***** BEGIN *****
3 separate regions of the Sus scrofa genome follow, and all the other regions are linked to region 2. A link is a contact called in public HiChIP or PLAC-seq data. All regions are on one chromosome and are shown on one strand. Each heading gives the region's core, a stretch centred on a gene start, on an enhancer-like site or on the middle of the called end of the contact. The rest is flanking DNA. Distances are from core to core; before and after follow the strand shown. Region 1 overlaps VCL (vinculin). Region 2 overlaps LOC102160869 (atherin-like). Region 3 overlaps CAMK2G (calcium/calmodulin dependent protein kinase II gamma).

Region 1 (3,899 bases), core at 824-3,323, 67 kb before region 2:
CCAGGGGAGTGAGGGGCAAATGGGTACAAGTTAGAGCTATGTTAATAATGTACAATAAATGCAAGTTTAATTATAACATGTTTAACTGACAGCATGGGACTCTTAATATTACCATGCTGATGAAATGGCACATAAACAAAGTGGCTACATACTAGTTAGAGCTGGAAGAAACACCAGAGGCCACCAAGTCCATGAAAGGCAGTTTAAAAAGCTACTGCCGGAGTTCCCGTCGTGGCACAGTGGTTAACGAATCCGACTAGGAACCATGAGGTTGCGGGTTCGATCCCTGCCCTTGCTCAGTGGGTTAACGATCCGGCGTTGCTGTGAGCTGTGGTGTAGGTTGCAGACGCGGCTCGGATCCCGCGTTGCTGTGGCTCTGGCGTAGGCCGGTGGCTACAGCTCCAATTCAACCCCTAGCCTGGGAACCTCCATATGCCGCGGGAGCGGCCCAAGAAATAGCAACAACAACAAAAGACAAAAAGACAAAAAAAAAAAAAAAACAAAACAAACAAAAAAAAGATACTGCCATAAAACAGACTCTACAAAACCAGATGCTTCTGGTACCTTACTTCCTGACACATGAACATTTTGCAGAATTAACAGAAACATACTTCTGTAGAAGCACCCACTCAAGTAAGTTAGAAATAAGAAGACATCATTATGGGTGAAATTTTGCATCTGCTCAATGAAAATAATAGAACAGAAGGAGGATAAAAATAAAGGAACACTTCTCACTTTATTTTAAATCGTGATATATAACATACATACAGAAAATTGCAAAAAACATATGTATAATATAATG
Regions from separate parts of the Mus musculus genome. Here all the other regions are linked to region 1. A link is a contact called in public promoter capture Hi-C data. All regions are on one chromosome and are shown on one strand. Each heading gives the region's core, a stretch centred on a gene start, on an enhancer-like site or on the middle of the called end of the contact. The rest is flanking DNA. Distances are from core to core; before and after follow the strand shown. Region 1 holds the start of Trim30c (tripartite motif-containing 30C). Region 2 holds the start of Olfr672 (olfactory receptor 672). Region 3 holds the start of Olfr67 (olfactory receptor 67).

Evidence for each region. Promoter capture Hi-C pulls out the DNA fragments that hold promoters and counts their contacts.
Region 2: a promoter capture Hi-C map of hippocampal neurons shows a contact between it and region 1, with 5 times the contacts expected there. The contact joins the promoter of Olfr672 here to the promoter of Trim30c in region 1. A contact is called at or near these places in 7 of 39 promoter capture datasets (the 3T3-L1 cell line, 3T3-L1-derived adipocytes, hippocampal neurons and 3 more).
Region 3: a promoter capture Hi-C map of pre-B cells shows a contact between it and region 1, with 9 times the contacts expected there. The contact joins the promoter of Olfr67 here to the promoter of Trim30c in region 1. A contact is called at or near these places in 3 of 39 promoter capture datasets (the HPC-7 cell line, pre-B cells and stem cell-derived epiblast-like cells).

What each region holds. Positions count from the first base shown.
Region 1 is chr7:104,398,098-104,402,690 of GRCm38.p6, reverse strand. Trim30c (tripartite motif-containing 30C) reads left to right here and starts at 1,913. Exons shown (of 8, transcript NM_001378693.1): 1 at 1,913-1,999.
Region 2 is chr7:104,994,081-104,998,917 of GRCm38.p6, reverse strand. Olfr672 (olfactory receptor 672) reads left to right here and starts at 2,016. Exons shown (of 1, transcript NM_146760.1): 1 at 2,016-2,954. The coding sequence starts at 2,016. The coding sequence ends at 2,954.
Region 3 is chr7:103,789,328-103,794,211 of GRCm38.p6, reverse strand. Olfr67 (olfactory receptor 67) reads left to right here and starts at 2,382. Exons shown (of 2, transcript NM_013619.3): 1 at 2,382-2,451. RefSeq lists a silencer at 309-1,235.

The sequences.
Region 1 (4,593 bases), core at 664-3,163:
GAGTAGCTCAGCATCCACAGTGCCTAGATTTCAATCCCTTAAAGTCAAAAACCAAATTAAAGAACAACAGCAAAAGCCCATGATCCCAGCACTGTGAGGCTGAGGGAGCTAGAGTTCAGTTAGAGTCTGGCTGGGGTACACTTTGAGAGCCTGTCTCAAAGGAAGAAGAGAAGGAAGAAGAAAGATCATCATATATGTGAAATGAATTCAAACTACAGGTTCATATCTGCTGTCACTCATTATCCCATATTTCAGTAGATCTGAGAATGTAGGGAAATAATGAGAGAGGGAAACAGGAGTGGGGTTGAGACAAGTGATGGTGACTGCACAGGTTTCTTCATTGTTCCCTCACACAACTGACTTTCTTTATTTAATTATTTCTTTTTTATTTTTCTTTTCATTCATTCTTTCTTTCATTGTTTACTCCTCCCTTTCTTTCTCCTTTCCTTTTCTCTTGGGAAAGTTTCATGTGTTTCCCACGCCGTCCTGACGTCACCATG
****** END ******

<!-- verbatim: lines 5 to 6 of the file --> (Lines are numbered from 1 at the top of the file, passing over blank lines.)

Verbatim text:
Evidence for each region. Promoter capture Hi-C pulls out the DNA fragments that hold promoters and counts their contacts.
Region 2: a promoter capture Hi-C map of hippocampal neurons shows a contact between it and region 1, with 5 times the contacts expected there. The contact joins the promoter of Olfr672 here to the promoter of Trim30c in region 1. A contact is called at or near these places in 7 of 39 promoter capture datasets (the 3T3-L1 cell line, 3T3-L1-derived adipocytes, hippocampal neurons and 3 more).